- Chocolate-like – This aroma descriptor is reminiscent of the aroma and flavour of cocoa powder and chocolate (including dark chocolate and milk chocolate). It is an aroma that is sometimes referred to as sweet.
- Caramel – This aroma descriptor is reminiscent of the odour and flavour produced when caramelizing sugar without burning it. Tasters should be cautioned not to use this attribute to describe a burning note.
- Cereal/Malty/Toast-like – This descriptor includes aromas characteristic of cereal, malt, and toast. It includes scents such as the aroma and flavour of uncooked or roasted grain (including roasted corn, barley or wheat), malt extract and the aroma and flavour of freshly baked bread and freshly made toast. This descriptor has a common denominator, a grain-type aroma. The aromas in this descriptor were grouped together since tasters used these terms interchangeably when evaluating standards of each one.
- Earthy – The characteristic odour of fresh, wet soil or humus. Sometimes associated with moulds and reminiscent of raw potato flavour, a common flavournote in coffees from Asia.
- Floral – This aroma descriptor is similar to the fragrance of flowers. It is associated with the slight scent of different types of flowers including honeysuckle, jasmine, dandelion and nettles. It is mainly found when an intense fruity or green aroma is perceived but rarely found having a high intensity by itself.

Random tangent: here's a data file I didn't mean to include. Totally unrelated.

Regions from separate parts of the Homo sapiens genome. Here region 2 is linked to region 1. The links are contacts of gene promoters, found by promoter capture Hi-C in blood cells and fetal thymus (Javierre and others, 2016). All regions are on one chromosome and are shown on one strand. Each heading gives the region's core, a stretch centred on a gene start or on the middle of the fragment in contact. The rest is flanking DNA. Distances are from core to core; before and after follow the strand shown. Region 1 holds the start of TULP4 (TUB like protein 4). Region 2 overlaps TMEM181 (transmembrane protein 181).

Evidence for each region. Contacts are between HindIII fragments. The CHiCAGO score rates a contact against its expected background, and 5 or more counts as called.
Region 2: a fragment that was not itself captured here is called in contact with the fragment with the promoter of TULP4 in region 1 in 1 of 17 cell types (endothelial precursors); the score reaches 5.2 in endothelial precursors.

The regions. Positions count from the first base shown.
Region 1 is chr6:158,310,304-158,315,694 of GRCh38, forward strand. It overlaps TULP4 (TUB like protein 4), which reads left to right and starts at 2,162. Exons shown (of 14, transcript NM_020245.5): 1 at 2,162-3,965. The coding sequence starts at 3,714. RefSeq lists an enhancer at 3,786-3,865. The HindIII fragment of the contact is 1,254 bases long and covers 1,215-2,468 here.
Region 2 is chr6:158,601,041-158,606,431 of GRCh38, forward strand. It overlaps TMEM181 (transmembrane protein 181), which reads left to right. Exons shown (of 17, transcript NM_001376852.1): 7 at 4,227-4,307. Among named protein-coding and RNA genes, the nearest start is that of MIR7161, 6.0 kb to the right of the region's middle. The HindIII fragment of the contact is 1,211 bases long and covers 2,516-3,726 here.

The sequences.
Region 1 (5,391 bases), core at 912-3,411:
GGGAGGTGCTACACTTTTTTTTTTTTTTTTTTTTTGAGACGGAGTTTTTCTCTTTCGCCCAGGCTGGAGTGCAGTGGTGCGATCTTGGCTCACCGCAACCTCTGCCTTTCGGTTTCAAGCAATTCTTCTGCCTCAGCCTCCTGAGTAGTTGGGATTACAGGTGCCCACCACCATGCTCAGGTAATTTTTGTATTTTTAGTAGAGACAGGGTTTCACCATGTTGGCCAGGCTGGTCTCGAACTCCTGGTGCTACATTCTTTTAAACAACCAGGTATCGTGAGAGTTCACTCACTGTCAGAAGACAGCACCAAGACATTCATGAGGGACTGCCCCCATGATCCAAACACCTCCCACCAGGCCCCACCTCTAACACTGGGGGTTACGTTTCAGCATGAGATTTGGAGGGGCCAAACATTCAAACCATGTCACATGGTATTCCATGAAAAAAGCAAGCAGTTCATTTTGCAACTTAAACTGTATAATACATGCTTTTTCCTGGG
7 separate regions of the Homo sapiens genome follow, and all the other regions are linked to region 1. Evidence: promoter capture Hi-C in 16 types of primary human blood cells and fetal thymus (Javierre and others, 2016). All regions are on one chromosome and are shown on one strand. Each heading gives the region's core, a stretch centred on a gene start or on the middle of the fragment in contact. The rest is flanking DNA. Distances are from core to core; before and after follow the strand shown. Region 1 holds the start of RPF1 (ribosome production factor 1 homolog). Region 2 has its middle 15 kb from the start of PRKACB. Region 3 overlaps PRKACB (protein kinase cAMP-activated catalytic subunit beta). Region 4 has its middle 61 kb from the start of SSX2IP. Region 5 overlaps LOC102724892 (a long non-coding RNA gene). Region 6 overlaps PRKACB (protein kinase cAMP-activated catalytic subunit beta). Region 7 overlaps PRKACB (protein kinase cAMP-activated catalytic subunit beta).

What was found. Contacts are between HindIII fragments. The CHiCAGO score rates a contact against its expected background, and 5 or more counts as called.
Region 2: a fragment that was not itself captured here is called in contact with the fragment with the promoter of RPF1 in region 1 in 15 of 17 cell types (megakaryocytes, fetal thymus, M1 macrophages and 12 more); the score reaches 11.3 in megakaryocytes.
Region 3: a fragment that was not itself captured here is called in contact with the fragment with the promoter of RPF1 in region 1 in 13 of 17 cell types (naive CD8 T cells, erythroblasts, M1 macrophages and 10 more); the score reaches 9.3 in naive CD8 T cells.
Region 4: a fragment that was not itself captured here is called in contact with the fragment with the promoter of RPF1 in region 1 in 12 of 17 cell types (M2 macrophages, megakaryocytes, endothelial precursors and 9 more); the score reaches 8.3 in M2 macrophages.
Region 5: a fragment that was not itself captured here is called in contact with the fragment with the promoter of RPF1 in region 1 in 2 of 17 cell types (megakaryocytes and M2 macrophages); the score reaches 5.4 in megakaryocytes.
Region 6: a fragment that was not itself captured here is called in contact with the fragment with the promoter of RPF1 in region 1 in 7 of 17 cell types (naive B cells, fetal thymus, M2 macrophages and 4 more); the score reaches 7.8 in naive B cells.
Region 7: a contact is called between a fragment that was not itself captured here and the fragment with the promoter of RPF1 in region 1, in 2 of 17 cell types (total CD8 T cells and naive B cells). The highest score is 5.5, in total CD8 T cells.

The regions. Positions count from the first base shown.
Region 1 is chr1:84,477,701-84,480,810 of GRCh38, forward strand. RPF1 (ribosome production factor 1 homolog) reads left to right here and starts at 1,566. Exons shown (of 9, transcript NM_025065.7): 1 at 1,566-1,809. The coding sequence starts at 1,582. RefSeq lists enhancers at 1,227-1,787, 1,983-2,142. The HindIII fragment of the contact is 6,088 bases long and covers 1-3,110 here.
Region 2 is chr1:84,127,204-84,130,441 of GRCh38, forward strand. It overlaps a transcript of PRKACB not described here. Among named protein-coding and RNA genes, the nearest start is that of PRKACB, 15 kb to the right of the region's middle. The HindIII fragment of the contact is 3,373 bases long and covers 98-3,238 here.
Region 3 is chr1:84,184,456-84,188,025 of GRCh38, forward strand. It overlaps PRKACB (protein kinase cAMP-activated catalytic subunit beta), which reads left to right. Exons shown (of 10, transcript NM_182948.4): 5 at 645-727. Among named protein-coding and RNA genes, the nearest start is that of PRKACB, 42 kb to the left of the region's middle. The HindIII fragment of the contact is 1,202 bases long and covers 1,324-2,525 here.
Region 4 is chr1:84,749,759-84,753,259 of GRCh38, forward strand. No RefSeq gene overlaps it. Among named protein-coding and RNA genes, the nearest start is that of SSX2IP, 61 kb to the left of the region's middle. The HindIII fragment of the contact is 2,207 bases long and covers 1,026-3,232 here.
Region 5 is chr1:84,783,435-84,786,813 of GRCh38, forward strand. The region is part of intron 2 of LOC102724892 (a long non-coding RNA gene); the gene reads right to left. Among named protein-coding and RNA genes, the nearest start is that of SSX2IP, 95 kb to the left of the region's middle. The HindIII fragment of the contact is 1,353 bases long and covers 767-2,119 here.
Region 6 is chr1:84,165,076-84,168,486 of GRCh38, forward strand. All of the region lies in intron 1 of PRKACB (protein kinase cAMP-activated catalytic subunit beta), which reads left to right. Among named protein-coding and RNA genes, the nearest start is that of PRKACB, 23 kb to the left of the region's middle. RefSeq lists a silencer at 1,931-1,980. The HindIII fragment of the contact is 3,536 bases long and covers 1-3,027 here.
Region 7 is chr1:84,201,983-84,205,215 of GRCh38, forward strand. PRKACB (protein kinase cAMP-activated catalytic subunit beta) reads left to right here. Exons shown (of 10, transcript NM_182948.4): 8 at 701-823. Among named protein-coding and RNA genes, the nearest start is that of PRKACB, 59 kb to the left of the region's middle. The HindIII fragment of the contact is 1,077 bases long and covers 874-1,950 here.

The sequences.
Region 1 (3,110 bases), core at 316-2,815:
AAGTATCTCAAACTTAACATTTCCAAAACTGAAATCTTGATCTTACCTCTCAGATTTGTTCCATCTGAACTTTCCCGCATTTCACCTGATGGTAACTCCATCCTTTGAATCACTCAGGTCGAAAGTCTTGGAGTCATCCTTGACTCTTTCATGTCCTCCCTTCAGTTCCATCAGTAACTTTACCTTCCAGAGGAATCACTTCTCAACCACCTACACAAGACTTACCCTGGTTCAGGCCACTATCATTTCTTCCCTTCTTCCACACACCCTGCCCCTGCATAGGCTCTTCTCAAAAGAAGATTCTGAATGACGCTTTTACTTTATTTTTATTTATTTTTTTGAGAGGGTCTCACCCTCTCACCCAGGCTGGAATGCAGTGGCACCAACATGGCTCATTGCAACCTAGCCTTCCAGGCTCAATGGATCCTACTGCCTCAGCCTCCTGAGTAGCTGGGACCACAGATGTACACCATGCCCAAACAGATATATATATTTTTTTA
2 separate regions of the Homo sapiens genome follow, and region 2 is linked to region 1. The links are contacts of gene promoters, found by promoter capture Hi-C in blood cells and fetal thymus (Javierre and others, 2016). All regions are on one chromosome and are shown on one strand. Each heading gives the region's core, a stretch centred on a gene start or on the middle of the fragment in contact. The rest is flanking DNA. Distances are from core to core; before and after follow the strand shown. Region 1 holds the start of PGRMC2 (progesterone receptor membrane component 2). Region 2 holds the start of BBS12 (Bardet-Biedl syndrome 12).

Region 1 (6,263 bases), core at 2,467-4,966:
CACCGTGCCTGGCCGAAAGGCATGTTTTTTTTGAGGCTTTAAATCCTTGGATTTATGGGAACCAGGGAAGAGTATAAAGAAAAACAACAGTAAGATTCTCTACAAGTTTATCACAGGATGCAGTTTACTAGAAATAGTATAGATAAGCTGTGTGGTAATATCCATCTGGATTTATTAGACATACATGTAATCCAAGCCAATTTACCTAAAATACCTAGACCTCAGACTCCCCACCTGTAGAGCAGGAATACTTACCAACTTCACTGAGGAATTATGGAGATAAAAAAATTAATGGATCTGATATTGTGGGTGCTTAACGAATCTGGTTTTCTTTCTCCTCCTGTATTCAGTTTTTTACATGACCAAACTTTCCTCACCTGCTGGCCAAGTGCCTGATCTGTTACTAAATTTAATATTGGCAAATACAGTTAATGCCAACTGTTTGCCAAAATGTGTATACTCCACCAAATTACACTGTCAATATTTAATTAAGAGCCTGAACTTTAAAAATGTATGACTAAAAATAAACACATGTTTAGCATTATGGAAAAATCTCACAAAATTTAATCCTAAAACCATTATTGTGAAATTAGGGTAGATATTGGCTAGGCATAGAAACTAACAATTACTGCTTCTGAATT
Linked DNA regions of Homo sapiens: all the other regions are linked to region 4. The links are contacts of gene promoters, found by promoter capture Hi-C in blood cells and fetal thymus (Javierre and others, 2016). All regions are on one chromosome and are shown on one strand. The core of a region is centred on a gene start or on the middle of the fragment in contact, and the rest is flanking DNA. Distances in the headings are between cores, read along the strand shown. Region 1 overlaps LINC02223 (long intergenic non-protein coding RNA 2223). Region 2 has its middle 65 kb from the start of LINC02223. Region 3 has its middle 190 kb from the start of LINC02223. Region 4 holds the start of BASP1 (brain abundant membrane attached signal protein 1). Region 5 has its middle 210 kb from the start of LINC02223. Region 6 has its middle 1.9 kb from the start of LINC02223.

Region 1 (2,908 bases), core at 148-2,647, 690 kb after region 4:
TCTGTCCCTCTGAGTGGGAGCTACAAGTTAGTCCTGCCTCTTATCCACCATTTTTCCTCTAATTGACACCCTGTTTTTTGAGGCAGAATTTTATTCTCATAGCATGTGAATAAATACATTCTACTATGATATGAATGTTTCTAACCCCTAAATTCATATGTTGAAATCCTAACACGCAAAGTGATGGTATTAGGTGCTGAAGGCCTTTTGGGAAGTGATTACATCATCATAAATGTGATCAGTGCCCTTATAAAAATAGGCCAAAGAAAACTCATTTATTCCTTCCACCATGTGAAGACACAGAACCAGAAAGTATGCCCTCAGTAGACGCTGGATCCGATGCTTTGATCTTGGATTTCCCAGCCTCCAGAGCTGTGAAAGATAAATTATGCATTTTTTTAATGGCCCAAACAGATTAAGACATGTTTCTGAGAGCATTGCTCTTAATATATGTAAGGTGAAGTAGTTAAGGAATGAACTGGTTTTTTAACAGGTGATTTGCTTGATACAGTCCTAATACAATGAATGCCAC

- Fruity/Citrussy – This aroma is reminiscent of the odour and taste of fruit. The natural aroma of berries is highly associated with this attribute. The perception of high acidity in some coffees is correlated with the citrus characteristic. Tasters should be cautioned not to use this attribute to describe the aroma of unripe or overripe fruit.
- Grassy/Green/Herbal – This aroma descriptor includes three terms which are associated with odours reminiscent of a freshly mown lawn, fresh green grass or herbs, green foliage, green beans or unripe fruit.
- Nutty – This aroma is reminiscent of the odour and flavour of fresh nuts (distinct from rancid nuts) and not of bitter almonds.